In my last two posts on connectivism (here and here) I've alluded to but not made particularly explicit what I think connectivism actually is, even though I have been critiquing and exploring its boundaries. This post is an attempt to fairly briefly list what I think are among its more compelling shared ideas. I will draw substantially from George Siemens's most cited seminal article that has acted as a catalyst and gravitational centre for the idea, though I will also be adding odd bits of interpretation and extrapolation here and there that might not have been in the original and to which others have contributed. If connectivism makes any sense at all then knowledge about it is a networked phenomenon, not an individual invention. This is my bit of personal sense-making as I see it on this particular rainy day, not a definitive account to stand for all time, not a scholarly article citing its sources, not a theory, not a refutation of any other model of the idea. It is just how I see it this morning. By writing and sharing this I hope to learn more and maybe help others to make their own bit of sense of it. If you have any thoughts, please share them here or elsewhere (where I can reach them on a network) so that we can learn together.
'Connectivism' is a label for a family of related theories and models about learning in a networked age that recognize the implications of the network itself in supporting and playing a central role in such learning. These theories and models consolidate various ideas, facts and theories that relate to networked learning then make predictions and prescriptions as well as imply patterns that are a consequence of them. In more detail...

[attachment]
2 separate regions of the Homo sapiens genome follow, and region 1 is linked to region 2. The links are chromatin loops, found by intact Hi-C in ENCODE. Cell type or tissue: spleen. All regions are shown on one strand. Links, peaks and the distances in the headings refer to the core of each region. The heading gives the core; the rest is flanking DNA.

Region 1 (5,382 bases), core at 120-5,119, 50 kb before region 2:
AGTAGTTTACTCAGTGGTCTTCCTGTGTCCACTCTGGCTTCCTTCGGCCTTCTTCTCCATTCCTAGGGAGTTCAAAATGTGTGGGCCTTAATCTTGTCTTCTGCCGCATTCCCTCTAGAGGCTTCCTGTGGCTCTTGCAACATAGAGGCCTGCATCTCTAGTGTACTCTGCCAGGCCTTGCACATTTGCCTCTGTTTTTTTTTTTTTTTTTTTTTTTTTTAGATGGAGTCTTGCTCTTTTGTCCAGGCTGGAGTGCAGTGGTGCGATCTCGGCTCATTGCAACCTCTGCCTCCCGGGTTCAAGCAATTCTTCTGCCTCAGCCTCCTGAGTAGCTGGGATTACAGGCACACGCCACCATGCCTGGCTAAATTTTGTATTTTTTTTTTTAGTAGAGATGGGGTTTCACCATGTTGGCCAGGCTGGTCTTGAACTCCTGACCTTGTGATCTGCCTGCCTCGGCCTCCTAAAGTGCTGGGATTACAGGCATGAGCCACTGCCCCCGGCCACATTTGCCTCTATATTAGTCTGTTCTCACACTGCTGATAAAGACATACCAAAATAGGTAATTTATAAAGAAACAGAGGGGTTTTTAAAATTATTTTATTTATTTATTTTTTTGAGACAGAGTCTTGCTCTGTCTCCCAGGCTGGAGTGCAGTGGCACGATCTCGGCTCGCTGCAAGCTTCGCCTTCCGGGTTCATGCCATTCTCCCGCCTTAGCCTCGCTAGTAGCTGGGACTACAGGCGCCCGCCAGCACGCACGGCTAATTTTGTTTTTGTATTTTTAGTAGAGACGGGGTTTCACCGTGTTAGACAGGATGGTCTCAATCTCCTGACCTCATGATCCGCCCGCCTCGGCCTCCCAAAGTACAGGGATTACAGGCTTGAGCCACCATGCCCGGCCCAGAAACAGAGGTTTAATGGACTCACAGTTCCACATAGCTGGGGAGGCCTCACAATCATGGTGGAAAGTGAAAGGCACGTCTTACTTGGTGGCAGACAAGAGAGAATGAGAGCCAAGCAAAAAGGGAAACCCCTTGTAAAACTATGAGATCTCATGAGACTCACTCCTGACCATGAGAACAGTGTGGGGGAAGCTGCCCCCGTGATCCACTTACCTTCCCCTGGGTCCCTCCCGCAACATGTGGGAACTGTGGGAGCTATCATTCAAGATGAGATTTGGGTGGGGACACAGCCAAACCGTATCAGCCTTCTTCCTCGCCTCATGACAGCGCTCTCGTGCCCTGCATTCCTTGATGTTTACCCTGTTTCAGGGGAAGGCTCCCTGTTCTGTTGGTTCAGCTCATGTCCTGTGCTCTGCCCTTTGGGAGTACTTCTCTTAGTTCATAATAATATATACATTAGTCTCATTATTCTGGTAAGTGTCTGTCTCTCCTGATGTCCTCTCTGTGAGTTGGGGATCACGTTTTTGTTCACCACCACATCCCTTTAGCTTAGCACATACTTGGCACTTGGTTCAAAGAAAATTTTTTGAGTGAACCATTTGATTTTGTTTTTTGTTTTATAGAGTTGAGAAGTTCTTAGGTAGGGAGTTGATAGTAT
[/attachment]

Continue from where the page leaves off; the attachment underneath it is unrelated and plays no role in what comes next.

Given that we agree with most or all of the following (in no particular order):
It follows that (in no particular order):
This further suggests some broad design patterns, principles and goals for nurturing better learning (in no particular order):
There are of course countless other things at different scales, right down to social UX design and up to political and legislative changes, that matter here, and I think there are plenty of other things that matter which fall somewhat outside the scope of the theory (including a goodly part of my own work) or that I have simply forgotten to mention, but I said I would keep it brief this time!
I am a full professor and Chair of the School of Computing & Information Systems, and a member of The Technology-Enhanced Knowledge Research Institute at Athabasca University. I am one of the...
The Landing is a social site for Athabasca University staff, students and invited guests. It is a space where they can share, communicate and connect with anyone or everyone.
Unless you are logged in, you will only be able to see the fraction of posts on the site that have been made public. Right now you are not logged in.
If you have an Athabasca University login ID, use your standard username and password to access this site.
We welcome comments on public posts from members of the public. Please note, however, that all comments made on public posts must be moderated by their owners before they become visible on the site. The owner of the post (and no one else) has to do that.
If you want the full range of features and you have a login ID, log in using the links at the top of the page or at https://landing.athabascau.ca/login (logins are secure and encrypted)
Posts made here are the responsibility of their owners and may not reflect the views of Athabasca University.
We block sites that track your web browsing without your permission. If a link is greyed out, click once to enable sharing, once more to share.